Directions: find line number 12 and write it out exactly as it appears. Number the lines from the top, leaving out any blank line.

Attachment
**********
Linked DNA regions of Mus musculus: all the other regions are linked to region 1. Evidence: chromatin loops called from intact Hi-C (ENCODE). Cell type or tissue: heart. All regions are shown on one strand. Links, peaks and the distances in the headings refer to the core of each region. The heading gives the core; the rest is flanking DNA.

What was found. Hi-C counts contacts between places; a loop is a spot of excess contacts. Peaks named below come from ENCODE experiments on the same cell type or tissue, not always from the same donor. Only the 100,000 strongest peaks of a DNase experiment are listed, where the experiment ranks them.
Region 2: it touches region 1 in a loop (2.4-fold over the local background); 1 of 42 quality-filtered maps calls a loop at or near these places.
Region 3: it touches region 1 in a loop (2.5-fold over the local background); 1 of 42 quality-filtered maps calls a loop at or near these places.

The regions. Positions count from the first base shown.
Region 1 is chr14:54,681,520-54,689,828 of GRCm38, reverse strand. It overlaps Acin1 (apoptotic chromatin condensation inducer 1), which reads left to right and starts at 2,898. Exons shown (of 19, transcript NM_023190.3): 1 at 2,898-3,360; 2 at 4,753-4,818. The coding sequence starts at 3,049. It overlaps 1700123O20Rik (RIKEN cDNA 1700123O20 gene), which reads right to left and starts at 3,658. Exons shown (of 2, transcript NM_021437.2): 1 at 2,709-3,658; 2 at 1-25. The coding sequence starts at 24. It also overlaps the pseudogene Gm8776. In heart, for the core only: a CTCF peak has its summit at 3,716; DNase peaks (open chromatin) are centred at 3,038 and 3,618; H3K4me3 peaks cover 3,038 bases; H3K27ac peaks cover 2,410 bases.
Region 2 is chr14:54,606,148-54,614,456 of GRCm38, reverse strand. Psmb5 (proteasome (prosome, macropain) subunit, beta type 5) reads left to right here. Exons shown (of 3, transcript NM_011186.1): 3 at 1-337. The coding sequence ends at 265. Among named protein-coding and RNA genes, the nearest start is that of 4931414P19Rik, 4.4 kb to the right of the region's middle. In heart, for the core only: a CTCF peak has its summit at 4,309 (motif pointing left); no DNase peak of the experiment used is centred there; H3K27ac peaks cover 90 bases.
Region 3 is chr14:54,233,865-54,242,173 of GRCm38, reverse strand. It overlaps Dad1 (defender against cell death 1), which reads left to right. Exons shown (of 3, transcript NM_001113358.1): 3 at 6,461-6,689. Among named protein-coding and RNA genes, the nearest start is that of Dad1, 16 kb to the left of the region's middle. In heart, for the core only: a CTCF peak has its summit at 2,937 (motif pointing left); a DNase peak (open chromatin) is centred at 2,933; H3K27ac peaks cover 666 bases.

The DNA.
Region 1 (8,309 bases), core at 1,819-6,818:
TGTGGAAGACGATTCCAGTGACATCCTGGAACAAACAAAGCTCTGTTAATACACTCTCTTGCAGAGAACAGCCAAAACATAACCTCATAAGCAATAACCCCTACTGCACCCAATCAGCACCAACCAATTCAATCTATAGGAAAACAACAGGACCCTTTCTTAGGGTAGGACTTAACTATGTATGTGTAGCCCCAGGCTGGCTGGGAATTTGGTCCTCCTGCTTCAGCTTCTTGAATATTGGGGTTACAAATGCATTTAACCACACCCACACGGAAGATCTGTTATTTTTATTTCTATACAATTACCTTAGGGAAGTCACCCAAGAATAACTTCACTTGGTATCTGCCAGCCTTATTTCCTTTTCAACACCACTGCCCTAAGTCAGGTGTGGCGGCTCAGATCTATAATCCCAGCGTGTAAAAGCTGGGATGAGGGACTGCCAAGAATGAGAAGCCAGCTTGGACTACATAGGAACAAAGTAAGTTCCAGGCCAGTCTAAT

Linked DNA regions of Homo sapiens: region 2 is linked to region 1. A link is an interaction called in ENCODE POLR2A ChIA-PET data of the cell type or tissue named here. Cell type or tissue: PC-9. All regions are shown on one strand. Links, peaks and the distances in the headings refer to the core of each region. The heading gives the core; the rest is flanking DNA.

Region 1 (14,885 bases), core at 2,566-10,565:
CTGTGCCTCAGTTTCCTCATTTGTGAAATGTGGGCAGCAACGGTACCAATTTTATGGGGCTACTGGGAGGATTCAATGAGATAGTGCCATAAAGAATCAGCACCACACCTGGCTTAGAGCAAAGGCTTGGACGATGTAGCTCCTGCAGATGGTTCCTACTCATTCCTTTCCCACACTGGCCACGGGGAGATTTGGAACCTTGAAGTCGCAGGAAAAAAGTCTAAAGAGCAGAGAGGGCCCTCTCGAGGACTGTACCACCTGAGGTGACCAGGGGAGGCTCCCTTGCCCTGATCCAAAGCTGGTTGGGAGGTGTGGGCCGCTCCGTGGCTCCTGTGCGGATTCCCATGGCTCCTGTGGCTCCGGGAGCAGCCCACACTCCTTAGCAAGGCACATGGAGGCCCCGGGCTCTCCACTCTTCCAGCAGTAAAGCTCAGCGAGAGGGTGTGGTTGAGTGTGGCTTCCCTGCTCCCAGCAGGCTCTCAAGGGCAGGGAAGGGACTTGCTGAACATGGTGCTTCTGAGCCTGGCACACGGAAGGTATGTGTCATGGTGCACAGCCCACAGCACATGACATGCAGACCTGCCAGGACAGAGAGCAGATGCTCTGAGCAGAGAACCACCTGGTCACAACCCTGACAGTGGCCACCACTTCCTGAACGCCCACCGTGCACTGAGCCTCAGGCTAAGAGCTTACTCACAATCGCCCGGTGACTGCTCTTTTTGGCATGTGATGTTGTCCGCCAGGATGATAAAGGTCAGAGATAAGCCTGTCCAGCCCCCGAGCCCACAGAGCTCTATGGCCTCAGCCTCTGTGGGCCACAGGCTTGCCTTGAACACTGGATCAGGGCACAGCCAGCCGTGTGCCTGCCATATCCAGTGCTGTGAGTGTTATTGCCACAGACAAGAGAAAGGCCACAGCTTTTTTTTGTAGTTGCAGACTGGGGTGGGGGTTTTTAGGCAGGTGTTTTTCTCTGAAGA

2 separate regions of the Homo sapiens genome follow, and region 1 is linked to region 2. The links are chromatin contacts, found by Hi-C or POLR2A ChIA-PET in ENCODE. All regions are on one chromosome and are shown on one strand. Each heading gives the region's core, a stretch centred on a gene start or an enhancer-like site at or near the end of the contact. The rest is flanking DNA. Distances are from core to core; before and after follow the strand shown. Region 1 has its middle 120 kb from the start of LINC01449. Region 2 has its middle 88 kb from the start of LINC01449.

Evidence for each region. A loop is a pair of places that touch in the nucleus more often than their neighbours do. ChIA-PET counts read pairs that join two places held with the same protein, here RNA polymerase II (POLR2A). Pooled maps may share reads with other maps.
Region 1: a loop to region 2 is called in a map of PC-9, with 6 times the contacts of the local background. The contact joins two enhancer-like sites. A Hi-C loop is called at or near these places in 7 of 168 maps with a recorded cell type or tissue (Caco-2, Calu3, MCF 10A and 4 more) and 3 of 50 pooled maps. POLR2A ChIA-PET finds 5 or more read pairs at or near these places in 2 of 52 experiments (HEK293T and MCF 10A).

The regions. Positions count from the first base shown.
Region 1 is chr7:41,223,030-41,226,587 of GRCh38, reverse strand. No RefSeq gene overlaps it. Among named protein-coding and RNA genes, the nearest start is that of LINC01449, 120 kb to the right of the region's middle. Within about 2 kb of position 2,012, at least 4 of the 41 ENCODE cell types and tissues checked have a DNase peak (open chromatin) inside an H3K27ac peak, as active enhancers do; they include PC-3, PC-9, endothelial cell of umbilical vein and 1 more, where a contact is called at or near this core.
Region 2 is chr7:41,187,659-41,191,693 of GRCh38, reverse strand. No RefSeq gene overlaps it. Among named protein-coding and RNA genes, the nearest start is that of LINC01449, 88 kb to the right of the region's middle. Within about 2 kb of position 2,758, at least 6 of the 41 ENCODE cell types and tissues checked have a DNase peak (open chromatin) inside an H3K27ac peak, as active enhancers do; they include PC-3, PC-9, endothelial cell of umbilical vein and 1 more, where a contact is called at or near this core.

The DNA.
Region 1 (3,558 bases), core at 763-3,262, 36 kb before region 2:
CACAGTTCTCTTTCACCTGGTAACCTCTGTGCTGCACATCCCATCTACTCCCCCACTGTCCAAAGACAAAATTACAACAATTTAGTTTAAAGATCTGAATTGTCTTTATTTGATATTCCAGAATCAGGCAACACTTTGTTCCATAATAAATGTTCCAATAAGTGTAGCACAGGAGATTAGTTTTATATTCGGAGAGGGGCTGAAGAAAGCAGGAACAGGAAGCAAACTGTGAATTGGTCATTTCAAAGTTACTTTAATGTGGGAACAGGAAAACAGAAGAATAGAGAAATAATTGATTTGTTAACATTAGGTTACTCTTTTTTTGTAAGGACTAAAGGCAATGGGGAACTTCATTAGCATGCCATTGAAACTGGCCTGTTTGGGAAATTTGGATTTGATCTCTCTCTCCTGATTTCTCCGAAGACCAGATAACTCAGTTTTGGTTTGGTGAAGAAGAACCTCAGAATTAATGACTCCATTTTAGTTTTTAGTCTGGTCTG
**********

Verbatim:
Linked DNA regions of Homo sapiens: region 2 is linked to region 1. A link is an interaction called in ENCODE POLR2A ChIA-PET data of the cell type or tissue named here. Cell type or tissue: PC-9. All regions are shown on one strand. Links, peaks and the distances in the headings refer to the core of each region. The heading gives the core; the rest is flanking DNA.